(28)

where \({\varvec{\upvarepsilon}}\sim \text{MVN}\left(\boldsymbol{0},\beta {\mathbf{A}}_{\text{cc}}{\upsigma }_{\text{u}}^{2}\right)\) is the vector of residual polygenic effects [22], \({\mathbf{A}}_{\text{cc}}\) is the block of the numerator relationship matrix corresponding to the core animals, \({\mathbf{P}}_{\text{nc}}^{*}={\mathbf{G}}_{\text{nc}}^{\mathbf{*}}{\mathbf{G}}_{\text{cc}}^{{\mathbf{*}}^{-1}}\), \({\varvec{\mathcal{P}}}^{*}={\mathbf{Z}}_{\text{c}}^{{*}^{\prime}}{\left({\mathbf{Z}}_{\text{c}}^{*}{\mathbf{Z}}_{\text{c}}^{{*}^{\prime}}\right)}^{-1}{\mathbf{Z}}_{\text{c}}^{*}\), and \(\mathbf{S}=\left[\begin{array}{c}\mathbf{I}\frac{1}{\sqrt{\left(1-\beta \right)k}}\\ \boldsymbol{0}\end{array}\right]\). Then, a marker effects model equivalent to APY-GBLUP with a residual polygenic effect is:

$$\mathbf{y}=\mathbf{X}\mathbf{b}+\mathbf{W}{\mathbf{Z}}^{\dagger\mathbf{*}}\mathbf{a}+\mathbf{W}\mathbf{R}{\varvec{\upvarepsilon}}+\mathbf{Q}{\varvec{\upxi}}+\mathbf{e},$$
$$\text{Var}\left[\begin{array}{c}\mathbf{a}\\ {\varvec{\upvarepsilon}}\\ {\varvec{\upxi}}\\ \mathbf{e}\end{array}\right]=\left[\begin{array}{cccc}\left(1-\beta \right)k\mathbf{I}{\upsigma }_{\text{u}}^{2}& \boldsymbol{0}& \boldsymbol{0}& \boldsymbol{0}\\ \boldsymbol{0}& \beta {\mathbf{A}}_{\text{cc}}{\upsigma }_{\text{u}}^{2}& \boldsymbol{0}& \boldsymbol{0}\\ \boldsymbol{0}& \boldsymbol{0}& {\mathbf{M}}_{\text{nn}}{\upsigma }_{\text{u}}^{2}& \boldsymbol{0}\\ \boldsymbol{0}& \boldsymbol{0}& \boldsymbol{0}& \mathbf{I}{\upsigma }_{\text{e}}^{2}\end{array}\right],$$
(29)

where \({\mathbf{Z}}^{\dagger\mathbf{*}}=\left[\begin{array}{c}{\mathbf{Z}}_{\text{c}}\\ {\mathbf{Z}}_{\text{n}}^{*}{\varvec{\mathcal{P}}}^{*}\mathbf{S}\end{array}\right]\) and \(\mathbf{R}=\left[\begin{array}{c}\mathbf{I}\\ {\mathbf{Z}}_{\text{n}}^{*}{\mathbf{Z}}_{\text{c}}^{{*}^{\prime}}{\left({\mathbf{Z}}_{\text{c}}^{*}{\mathbf{Z}}_{\text{c}}^{{*}^{\prime}}\right)}^{-1}\end{array}\right]\). The MME for the model in Eq. (29) are:

$$\left[\begin{array}{cccc}\mathbf{X}\mathbf{^{\prime}}\mathbf{X}& \mathbf{X}\mathbf{^{\prime}}\mathbf{W}{\mathbf{Z}}^{\dagger\mathbf{*}}& \mathbf{X}\mathbf{^{\prime}}\mathbf{W}\mathbf{T}& {\mathbf{X}}_{\text{n}}^{\prime}{\mathbf{W}}_{\text{n}}\\ {\mathbf{Z}}^{{\dagger\mathbf{*}}^{\mathbf{^{\prime}}}}\mathbf{W}\mathbf{^{\prime}}\mathbf{X}& {\mathbf{Z}}^{{\dagger\mathbf{*}}^{\mathbf{^{\prime}}}}\mathbf{W}\mathbf{^{\prime}}\mathbf{W}{\mathbf{Z}}^{\dagger\mathbf{*}}+\mathbf{I}\delta & {\mathbf{Z}}^{{\dagger\mathbf{*}}^{\mathbf{^{\prime}}}}\mathbf{W}\mathbf{^{\prime}}\mathbf{W}\mathbf{T}& \mathbf{S}\mathbf{^{\prime}}{\varvec{\mathcal{P}}}^{*}{\mathbf{Z}}_{\text{n}}^{{*}^{\prime}}{\mathbf{W}}_{\text{n}}^{\prime}{\mathbf{W}}_{\text{n}}\\ \mathbf{T}\mathbf{^{\prime}}\mathbf{W}\mathbf{^{\prime}}\mathbf{X}& \mathbf{T}\mathbf{^{\prime}}\mathbf{W}\mathbf{^{\prime}}\mathbf{W}{\mathbf{Z}}^{\dagger\mathbf{*}}& \mathbf{T}\mathbf{^{\prime}}\mathbf{W}\mathbf{^{\prime}}\mathbf{W}\mathbf{T}+{\mathbf{A}}_{\text{cc}}^{-1}\zeta & {\left({\mathbf{Z}}_{\text{c}}^{*}{\mathbf{Z}}_{\text{c}}^{{*}^{\prime}}\right)}^{-1}{\mathbf{Z}}_{\text{c}}^{*}{\mathbf{Z}}_{\text{n}}^{{*}^{\prime}}{\mathbf{W}}_{\text{n}}^{\prime}{\mathbf{W}}_{\text{n}}\\ {\mathbf{W}}_{\text{n}}^{\prime}{\mathbf{X}}_{\text{n}}& {\mathbf{W}}_{\text{n}}^{\prime}{\mathbf{W}}_{\text{n}}{\mathbf{Z}}_{\text{n}}^{*}{\varvec{\mathcal{P}}}^{*}\mathbf{S}& {\mathbf{W}}_{\text{n}}^{\prime}{\mathbf{W}}_{\text{n}}{\mathbf{Z}}_{\text{n}}^{*}{\mathbf{Z}}_{\text{c}}^{{*}^{\prime}}{\left({\mathbf{Z}}_{\text{c}}^{*}{\mathbf{Z}}_{\text{c}}^{{*}^{\prime}}\right)}^{-1}& {\mathbf{W}}_{\text{n}}^{\prime}{\mathbf{W}}_{\text{n}}+{\mathbf{M}}_{\text{nn}}^{-1}\alpha \end{array}\right]\left[\begin{array}{c}\widehat{\mathbf{b}}\\ \widehat{\mathbf{a}}\\ \widehat{{\varvec{\upvarepsilon}}}\\ \widehat{{\varvec{\upxi}}}\end{array}\right]=\left[\begin{array}{c}\mathbf{X}\mathbf{^{\prime}}\mathbf{y}\\ {\mathbf{Z}}^{{\dagger\mathbf{*}}^{\mathbf{^{\prime}}}}\mathbf{W}\mathbf{^{\prime}}\mathbf{y}\\ \mathbf{R}\mathbf{^{\prime}}\mathbf{W}\mathbf{^{\prime}}\mathbf{y}\\ {\mathbf{W}}_{\text{n}}^{\prime}{\mathbf{y}}_{\text{n}}\end{array}\right].$$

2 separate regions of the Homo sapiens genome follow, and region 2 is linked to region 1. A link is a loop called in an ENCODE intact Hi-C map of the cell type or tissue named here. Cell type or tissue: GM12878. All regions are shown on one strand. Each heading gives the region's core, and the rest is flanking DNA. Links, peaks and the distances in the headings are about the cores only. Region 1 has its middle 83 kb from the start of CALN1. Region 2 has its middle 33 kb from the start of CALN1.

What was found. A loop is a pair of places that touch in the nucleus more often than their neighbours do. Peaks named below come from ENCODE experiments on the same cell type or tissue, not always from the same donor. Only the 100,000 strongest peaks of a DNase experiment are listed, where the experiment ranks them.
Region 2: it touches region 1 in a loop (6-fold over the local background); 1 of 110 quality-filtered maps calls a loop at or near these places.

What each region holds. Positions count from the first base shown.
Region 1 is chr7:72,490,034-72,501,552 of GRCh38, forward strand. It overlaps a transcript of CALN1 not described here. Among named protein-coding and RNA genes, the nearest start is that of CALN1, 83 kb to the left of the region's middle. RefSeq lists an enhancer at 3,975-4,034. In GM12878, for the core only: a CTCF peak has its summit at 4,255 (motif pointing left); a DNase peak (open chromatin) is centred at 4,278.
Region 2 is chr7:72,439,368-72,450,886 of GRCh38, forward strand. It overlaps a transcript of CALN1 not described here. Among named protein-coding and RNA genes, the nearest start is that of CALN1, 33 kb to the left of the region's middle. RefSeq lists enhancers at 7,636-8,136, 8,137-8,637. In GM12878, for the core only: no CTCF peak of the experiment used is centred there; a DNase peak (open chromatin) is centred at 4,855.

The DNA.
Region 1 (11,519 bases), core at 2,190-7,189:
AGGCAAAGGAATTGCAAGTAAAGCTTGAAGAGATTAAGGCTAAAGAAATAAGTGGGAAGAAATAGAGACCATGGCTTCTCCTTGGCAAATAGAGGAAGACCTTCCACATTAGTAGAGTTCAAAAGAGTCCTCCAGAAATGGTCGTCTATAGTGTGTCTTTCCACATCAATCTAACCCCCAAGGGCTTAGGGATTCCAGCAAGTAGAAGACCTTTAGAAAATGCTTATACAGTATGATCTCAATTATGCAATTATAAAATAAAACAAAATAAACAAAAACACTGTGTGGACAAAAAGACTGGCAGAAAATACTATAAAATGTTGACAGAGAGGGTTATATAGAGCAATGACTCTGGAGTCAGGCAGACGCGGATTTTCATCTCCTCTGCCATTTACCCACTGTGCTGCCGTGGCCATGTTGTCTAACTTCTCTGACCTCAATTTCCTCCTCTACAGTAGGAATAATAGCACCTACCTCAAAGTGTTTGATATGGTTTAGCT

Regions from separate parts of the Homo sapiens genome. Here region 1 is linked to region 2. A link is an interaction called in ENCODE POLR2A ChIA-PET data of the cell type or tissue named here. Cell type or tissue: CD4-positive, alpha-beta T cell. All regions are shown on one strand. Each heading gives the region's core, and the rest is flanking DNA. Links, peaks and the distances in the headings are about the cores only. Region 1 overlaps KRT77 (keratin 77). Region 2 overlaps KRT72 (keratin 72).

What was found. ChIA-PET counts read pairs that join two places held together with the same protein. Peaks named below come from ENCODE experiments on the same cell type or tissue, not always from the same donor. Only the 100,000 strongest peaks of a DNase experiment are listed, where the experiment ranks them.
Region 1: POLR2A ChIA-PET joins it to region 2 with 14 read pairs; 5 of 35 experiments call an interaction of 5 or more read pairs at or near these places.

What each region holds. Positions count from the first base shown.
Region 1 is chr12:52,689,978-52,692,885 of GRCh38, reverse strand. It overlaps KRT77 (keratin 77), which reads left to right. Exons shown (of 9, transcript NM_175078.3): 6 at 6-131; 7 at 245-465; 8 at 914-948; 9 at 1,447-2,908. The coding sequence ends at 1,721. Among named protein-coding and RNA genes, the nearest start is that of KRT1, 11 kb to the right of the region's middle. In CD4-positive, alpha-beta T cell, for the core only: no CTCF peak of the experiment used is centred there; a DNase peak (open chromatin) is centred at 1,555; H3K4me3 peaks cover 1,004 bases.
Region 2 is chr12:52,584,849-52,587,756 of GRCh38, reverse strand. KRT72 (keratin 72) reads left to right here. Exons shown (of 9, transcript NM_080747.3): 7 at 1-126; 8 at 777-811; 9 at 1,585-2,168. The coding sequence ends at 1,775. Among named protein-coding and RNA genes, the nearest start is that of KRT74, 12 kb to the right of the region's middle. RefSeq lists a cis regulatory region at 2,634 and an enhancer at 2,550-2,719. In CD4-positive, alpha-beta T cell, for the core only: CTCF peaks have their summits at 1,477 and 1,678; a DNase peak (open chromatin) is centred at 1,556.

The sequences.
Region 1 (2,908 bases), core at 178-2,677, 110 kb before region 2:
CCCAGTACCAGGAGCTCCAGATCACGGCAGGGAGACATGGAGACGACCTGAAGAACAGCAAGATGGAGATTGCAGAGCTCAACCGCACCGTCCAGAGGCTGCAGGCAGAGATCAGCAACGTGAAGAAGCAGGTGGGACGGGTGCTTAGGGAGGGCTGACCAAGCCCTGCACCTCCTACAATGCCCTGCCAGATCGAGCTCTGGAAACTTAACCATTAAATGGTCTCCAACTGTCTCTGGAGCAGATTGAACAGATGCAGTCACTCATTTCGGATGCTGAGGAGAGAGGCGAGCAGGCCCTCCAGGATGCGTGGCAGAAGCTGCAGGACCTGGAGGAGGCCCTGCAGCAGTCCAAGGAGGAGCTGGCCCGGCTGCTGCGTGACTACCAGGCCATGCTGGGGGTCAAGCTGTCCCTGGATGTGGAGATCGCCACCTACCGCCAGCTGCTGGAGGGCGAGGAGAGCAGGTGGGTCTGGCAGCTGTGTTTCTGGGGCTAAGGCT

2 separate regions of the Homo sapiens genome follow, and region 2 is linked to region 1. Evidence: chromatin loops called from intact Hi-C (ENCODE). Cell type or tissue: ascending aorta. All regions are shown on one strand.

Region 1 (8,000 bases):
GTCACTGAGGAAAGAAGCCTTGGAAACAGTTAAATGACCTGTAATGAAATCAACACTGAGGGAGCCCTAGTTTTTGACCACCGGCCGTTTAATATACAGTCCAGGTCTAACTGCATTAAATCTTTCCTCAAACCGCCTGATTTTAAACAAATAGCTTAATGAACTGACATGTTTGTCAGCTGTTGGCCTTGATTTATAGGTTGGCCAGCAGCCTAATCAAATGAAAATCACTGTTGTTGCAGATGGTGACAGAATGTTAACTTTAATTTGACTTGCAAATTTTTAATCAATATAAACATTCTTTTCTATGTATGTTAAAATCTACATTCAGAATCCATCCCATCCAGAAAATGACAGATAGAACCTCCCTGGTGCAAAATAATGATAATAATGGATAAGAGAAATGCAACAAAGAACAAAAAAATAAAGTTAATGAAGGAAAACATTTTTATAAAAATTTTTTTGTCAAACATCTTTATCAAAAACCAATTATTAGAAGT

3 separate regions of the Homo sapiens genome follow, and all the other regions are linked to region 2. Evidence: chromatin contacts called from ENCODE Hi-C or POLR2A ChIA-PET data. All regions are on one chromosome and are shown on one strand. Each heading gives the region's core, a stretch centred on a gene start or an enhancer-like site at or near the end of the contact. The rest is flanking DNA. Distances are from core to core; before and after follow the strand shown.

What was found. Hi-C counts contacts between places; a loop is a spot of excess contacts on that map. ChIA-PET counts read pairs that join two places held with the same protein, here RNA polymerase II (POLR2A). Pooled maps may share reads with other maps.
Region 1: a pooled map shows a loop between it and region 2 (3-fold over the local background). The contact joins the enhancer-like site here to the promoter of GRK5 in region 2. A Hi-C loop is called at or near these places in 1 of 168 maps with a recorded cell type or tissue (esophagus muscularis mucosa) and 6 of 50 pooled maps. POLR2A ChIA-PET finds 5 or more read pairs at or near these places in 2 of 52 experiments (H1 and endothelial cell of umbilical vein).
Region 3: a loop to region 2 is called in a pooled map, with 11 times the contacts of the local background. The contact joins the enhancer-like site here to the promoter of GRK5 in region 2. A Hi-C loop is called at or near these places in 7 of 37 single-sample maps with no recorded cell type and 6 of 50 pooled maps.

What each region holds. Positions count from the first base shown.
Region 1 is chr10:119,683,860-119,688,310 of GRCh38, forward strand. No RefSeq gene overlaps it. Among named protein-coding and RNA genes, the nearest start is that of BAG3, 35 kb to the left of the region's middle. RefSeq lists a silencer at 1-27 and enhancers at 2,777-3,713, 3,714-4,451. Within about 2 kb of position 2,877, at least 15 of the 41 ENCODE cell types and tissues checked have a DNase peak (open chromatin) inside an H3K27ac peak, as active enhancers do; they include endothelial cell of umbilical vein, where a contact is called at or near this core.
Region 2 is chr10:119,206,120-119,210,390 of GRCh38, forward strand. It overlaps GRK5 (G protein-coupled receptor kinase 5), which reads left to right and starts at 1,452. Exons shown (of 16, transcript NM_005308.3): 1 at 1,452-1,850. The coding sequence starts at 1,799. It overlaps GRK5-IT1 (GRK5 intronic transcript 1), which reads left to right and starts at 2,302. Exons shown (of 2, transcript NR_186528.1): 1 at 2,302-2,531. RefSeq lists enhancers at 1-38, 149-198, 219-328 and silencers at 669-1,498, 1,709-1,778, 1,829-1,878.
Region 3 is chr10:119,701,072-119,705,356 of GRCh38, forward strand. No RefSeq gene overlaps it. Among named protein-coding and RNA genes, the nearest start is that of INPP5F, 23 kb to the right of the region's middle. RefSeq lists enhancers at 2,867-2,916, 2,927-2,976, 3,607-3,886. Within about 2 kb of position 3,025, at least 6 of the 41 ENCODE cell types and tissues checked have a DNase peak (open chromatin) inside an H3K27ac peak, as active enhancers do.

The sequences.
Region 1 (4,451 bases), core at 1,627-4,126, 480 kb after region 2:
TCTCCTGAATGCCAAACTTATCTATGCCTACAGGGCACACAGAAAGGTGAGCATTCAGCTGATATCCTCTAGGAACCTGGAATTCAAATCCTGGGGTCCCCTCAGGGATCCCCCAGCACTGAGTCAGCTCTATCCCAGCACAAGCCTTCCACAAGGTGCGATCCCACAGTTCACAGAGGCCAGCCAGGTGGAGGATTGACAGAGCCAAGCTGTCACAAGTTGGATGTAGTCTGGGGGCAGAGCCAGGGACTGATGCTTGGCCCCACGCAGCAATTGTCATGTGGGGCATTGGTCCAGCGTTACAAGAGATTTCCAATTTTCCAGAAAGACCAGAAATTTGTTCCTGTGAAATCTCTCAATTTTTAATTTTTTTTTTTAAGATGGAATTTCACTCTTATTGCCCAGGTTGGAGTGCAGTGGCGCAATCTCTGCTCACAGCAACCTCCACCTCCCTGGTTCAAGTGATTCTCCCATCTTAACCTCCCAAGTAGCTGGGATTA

(30)

where \(\delta =\frac{{\upsigma }_{\text{e}}^{2}}{\left(1-\beta \right)k{\upsigma }_{\text{u}}^{2}}\) and \(\zeta =\frac{{\upsigma }_{\text{e}}^{2}}{\beta {\upsigma }_{\text{u}}^{2}}\).

APY single-step GBLUP (APY-ssGBLUP) and APY single-step SNP-BLUP (APY-ssSNP-BLUP)

For a general ssGBLUP model [23] with APY [14], assuming a genetic variance equal to 1, the covariance matrix of the breeding values is equal to: